I imagine Joseph's family was pretty shocked when he told them what he planned, and why, especially considering how this could look.  It's not easy to trust a dream.  Again, personal experience.  People's first reaction is to think you've gone off the rails.  Then they start questioning every little thing, trying to understand, or second-guessing the way you interpret it.  You end up feeling stupid, and wishing you hadn't said anything and just kept the whole thing to yourself.

And then there's the part where you have to follow through with what the Lord told you to do, and endure years and years of second guessing your own actions, and wondering why things had to be this way, and wondering when or if you were going to see the things come true that the Lord had told you.  It takes a lot of faith and a lot of internal strength, especially when no one has a reason to believe you.


The account in the New Testament of Jesus's birth is agonizingly short on details.  A thought came to me as I was writing this that perhaps God made sure the details were sparse so that the peoples of each culture that read it could flesh out the story in their own way and liken it to them.

The biggest question on my mind, though, is why were Mary and Joseph alone?  At least we assume they were alone.  Had they been disowned?  In today's day we find it unthinkable that Mary, being so far along, would have been completely un-accompanied by family.  I find it unthinkable that Joseph, being of the lineage of King David, and journeying to the city of David would have been unable to find family to put him up and make his wife comfortable.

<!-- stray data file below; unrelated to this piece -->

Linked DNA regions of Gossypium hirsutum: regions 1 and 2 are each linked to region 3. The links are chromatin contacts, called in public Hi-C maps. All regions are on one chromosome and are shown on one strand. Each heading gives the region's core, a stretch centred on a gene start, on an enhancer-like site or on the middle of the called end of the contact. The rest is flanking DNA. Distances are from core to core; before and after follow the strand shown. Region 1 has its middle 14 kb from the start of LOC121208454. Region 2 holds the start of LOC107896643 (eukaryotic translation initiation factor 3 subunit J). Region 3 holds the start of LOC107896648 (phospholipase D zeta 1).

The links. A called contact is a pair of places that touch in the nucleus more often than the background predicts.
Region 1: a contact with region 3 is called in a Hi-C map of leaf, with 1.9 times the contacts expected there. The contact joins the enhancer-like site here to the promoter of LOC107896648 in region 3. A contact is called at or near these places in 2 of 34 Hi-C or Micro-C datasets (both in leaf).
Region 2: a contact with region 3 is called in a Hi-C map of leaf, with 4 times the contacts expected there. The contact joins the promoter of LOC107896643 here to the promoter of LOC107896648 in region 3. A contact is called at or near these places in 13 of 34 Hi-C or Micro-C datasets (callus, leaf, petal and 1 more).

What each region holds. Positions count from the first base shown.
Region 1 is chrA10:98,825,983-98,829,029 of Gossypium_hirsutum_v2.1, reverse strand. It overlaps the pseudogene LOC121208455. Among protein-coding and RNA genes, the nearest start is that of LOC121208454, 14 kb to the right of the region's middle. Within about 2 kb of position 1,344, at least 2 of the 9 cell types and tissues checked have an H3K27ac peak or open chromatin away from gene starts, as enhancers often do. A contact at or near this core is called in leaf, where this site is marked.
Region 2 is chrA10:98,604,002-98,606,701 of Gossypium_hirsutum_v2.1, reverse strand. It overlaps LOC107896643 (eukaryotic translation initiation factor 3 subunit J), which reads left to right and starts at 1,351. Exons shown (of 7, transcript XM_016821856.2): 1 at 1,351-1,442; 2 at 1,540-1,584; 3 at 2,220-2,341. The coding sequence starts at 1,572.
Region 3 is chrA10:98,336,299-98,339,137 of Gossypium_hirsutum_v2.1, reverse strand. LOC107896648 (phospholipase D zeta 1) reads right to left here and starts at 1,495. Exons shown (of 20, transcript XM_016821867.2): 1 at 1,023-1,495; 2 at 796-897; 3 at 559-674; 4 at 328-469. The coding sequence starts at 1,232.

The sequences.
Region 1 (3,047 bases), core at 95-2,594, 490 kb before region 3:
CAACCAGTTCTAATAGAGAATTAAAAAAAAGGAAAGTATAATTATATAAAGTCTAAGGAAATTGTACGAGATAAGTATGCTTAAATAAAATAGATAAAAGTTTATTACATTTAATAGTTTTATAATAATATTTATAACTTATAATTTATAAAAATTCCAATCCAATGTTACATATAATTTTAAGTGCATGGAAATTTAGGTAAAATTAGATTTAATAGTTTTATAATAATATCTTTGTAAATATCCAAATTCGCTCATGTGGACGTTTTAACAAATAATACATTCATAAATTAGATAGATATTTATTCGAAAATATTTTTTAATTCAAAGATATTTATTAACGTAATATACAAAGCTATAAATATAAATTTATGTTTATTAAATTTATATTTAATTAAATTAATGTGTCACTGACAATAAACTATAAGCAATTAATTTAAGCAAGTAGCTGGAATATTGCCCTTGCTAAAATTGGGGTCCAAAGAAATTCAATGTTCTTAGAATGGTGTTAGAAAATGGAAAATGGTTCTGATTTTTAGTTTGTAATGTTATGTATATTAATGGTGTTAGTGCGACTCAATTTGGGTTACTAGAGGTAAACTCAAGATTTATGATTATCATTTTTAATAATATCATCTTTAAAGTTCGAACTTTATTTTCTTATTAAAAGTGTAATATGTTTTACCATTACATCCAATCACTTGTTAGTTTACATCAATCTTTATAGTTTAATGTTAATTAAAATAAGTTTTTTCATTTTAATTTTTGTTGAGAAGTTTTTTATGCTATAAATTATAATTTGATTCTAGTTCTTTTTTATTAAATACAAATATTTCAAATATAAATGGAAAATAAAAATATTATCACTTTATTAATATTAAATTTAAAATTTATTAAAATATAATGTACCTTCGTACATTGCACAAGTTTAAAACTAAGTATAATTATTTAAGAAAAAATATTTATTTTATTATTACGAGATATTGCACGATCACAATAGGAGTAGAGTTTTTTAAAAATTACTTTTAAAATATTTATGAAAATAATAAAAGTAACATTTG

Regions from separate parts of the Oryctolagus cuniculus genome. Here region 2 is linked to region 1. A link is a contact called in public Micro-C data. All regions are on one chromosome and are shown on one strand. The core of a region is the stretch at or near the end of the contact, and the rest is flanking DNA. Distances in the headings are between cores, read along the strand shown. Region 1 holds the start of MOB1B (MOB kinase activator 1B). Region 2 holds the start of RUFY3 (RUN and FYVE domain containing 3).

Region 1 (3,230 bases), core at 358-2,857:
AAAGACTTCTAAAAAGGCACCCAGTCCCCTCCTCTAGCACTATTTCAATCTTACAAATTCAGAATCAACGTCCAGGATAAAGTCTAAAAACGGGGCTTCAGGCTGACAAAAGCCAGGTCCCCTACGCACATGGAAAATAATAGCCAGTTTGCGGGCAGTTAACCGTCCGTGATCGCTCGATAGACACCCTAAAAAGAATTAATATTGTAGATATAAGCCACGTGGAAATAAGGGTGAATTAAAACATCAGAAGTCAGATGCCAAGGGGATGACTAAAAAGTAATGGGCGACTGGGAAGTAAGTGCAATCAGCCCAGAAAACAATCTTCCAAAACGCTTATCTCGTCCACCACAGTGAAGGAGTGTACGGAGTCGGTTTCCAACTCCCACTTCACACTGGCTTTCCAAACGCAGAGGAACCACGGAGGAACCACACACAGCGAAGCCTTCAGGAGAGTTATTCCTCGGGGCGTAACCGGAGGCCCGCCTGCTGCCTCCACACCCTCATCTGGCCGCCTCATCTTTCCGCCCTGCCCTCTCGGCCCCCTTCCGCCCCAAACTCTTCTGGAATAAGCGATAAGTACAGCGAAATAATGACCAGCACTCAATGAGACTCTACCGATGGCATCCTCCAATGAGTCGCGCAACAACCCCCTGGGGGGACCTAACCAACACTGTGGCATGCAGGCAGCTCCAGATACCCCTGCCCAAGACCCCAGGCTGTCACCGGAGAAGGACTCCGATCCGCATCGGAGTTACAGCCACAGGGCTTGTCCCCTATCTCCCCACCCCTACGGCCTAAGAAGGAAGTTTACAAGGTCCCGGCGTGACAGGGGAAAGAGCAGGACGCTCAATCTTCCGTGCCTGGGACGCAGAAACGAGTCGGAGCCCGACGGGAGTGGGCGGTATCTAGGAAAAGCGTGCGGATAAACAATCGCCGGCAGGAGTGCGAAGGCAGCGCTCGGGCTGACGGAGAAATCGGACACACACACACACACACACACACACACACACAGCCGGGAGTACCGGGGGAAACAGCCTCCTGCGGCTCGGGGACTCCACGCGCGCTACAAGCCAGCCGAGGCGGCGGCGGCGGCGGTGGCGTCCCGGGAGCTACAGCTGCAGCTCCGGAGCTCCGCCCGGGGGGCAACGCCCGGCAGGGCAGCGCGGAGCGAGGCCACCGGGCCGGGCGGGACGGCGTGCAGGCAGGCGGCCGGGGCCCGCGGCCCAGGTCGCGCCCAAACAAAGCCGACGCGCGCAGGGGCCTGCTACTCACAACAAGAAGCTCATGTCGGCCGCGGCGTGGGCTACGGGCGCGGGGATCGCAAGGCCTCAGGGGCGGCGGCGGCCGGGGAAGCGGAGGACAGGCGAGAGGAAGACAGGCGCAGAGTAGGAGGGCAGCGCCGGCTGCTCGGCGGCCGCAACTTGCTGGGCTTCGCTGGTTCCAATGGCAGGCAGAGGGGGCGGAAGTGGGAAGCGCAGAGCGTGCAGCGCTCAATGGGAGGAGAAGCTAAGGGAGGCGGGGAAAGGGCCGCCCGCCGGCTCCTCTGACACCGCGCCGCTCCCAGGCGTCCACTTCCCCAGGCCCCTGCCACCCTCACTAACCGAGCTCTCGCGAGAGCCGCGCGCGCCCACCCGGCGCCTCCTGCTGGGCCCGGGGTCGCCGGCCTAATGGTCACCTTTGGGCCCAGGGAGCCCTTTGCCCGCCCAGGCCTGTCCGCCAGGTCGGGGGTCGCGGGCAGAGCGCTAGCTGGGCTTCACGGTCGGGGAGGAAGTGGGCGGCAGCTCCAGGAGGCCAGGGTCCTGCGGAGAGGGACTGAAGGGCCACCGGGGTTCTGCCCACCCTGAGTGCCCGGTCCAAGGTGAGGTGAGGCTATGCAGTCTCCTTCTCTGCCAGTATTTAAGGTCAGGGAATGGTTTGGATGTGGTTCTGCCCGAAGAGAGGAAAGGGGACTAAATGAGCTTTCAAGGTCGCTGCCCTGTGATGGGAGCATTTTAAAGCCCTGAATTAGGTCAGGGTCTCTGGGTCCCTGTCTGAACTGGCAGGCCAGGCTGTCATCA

We just don't know.

For me, this situation would have been heartbreaking.  I've seen my wife pushed to the very edge, and I've had to pick her up and carry her along through life's trials.  I know what it's like to raise a family, starting from nothing.  I can't imagine how it must have been for them.  I imagine that in Joseph's position there are many times when I would have thought the situation seemed hopeless.

In my life I've come to trust the Lord that he always opens up a way.  That's pretty much all you can do.  Trust that God knows your troubles and that if you approach him in prayer he will help you find a way to make things work out.  I'm reminded of the words to a song by Casting Crowns, called Just Be Held:

So when you're on your knees and answers seem so far away
You're not alone, stop holding on and just be held
Your world's not falling apart, it's falling into place
I'm on the throne, stop holding on and just be held
Just be held, just be held
It's amazing to think that the One who rules heaven and earth actually cares about my problems, however small, and has time to answer my prayers.

Merry Christmas, and God bless you!